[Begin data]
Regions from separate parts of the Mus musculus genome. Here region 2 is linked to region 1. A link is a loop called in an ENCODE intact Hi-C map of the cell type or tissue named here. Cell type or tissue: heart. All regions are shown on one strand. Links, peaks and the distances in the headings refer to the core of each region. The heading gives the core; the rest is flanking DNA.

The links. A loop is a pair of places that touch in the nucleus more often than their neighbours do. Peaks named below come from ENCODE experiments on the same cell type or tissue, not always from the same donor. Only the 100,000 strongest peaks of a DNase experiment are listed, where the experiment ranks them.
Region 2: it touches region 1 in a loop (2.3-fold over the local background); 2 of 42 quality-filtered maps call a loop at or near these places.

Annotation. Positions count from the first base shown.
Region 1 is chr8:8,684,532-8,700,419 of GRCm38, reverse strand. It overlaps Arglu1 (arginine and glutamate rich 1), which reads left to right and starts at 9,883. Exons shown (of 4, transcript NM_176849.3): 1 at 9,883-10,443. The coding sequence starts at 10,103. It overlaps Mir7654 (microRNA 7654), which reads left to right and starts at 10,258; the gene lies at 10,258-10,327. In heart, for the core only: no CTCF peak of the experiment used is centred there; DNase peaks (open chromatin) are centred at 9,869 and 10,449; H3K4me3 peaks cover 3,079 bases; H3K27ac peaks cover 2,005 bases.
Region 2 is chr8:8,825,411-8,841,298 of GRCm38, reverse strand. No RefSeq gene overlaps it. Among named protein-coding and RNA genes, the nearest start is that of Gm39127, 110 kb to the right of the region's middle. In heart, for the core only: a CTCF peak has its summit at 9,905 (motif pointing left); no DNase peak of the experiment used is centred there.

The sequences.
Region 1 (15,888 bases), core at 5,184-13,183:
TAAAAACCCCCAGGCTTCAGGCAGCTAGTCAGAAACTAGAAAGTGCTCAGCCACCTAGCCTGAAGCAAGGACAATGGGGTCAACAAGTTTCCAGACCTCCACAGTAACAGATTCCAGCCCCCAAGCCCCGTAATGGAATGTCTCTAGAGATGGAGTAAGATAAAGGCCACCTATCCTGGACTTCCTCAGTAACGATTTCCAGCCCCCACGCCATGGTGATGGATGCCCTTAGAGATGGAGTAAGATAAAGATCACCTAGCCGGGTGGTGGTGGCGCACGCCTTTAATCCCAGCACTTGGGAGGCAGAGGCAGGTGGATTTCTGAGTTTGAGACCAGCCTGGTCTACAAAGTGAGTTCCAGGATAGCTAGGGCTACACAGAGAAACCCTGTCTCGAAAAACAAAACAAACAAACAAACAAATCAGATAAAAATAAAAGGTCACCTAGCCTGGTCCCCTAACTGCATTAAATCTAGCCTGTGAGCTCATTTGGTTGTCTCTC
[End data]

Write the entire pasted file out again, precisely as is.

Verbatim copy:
Regions from separate parts of the Mus musculus genome. Here region 2 is linked to region 1. A link is a loop called in an ENCODE intact Hi-C map of the cell type or tissue named here. Cell type or tissue: heart. All regions are shown on one strand. Links, peaks and the distances in the headings refer to the core of each region. The heading gives the core; the rest is flanking DNA.

The links. A loop is a pair of places that touch in the nucleus more often than their neighbours do. Peaks named below come from ENCODE experiments on the same cell type or tissue, not always from the same donor. Only the 100,000 strongest peaks of a DNase experiment are listed, where the experiment ranks them.
Region 2: it touches region 1 in a loop (2.3-fold over the local background); 2 of 42 quality-filtered maps call a loop at or near these places.

Annotation. Positions count from the first base shown.
Region 1 is chr8:8,684,532-8,700,419 of GRCm38, reverse strand. It overlaps Arglu1 (arginine and glutamate rich 1), which reads left to right and starts at 9,883. Exons shown (of 4, transcript NM_176849.3): 1 at 9,883-10,443. The coding sequence starts at 10,103. It overlaps Mir7654 (microRNA 7654), which reads left to right and starts at 10,258; the gene lies at 10,258-10,327. In heart, for the core only: no CTCF peak of the experiment used is centred there; DNase peaks (open chromatin) are centred at 9,869 and 10,449; H3K4me3 peaks cover 3,079 bases; H3K27ac peaks cover 2,005 bases.
Region 2 is chr8:8,825,411-8,841,298 of GRCm38, reverse strand. No RefSeq gene overlaps it. Among named protein-coding and RNA genes, the nearest start is that of Gm39127, 110 kb to the right of the region's middle. In heart, for the core only: a CTCF peak has its summit at 9,905 (motif pointing left); no DNase peak of the experiment used is centred there.

The sequences.
Region 1 (15,888 bases), core at 5,184-13,183:
TAAAAACCCCCAGGCTTCAGGCAGCTAGTCAGAAACTAGAAAGTGCTCAGCCACCTAGCCTGAAGCAAGGACAATGGGGTCAACAAGTTTCCAGACCTCCACAGTAACAGATTCCAGCCCCCAAGCCCCGTAATGGAATGTCTCTAGAGATGGAGTAAGATAAAGGCCACCTATCCTGGACTTCCTCAGTAACGATTTCCAGCCCCCACGCCATGGTGATGGATGCCCTTAGAGATGGAGTAAGATAAAGATCACCTAGCCGGGTGGTGGTGGCGCACGCCTTTAATCCCAGCACTTGGGAGGCAGAGGCAGGTGGATTTCTGAGTTTGAGACCAGCCTGGTCTACAAAGTGAGTTCCAGGATAGCTAGGGCTACACAGAGAAACCCTGTCTCGAAAAACAAAACAAACAAACAAACAAATCAGATAAAAATAAAAGGTCACCTAGCCTGGTCCCCTAACTGCATTAAATCTAGCCTGTGAGCTCATTTGGTTGTCTCTC